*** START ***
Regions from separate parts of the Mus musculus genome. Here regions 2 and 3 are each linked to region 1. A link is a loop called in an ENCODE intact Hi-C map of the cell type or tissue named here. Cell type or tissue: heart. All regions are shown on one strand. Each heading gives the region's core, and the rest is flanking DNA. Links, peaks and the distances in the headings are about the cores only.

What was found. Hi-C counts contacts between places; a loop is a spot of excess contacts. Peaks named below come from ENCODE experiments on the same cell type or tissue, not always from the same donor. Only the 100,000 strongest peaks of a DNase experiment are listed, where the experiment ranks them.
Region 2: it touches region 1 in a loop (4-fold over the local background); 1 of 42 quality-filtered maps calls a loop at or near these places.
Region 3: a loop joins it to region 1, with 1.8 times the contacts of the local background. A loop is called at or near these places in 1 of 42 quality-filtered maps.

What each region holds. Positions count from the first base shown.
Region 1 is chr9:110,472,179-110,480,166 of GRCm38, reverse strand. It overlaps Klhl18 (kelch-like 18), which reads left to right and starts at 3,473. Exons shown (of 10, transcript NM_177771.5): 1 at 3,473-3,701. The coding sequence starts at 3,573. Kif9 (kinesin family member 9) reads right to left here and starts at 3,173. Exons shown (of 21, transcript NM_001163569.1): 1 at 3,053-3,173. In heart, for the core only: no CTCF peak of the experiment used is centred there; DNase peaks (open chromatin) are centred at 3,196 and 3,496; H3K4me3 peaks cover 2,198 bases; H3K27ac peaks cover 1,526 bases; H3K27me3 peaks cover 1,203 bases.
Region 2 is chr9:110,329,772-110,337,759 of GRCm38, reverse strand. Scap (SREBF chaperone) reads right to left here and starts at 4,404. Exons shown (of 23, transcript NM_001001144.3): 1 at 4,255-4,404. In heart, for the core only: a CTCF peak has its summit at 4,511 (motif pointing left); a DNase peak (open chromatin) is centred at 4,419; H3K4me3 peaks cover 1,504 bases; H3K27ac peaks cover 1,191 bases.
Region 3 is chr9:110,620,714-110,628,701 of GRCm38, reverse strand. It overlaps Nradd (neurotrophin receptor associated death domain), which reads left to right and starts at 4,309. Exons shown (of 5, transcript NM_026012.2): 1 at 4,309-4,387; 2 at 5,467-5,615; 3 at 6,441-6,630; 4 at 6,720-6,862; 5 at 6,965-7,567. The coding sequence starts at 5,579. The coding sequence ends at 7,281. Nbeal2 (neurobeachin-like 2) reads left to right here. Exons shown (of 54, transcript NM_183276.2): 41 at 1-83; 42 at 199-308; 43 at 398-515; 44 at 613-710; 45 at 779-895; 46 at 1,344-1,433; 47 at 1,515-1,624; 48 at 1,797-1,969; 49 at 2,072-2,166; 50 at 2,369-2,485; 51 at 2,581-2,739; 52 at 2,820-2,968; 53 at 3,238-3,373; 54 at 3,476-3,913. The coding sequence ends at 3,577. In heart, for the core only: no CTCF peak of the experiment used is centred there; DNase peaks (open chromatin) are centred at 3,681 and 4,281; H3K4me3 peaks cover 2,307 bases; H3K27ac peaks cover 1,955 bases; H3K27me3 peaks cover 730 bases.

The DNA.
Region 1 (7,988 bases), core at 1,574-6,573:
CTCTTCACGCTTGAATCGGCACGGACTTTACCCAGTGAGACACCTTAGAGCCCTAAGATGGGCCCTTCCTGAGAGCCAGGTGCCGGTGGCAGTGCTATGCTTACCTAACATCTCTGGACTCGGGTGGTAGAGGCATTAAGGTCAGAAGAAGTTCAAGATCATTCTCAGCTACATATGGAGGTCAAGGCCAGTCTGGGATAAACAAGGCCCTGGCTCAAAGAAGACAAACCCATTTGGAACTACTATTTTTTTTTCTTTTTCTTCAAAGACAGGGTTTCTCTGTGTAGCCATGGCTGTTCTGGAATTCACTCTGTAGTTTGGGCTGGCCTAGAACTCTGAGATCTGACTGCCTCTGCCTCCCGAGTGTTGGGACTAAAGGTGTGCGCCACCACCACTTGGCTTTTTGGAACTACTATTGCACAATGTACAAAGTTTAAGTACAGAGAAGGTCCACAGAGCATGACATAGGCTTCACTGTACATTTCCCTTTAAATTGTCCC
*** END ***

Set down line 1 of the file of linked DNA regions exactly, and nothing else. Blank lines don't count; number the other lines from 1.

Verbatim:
Regions from separate parts of the Mus musculus genome. Here regions 2 and 3 are each linked to region 1. A link is a loop called in an ENCODE intact Hi-C map of the cell type or tissue named here. Cell type or tissue: heart. All regions are shown on one strand. Each heading gives the region's core, and the rest is flanking DNA. Links, peaks and the distances in the headings are about the cores only.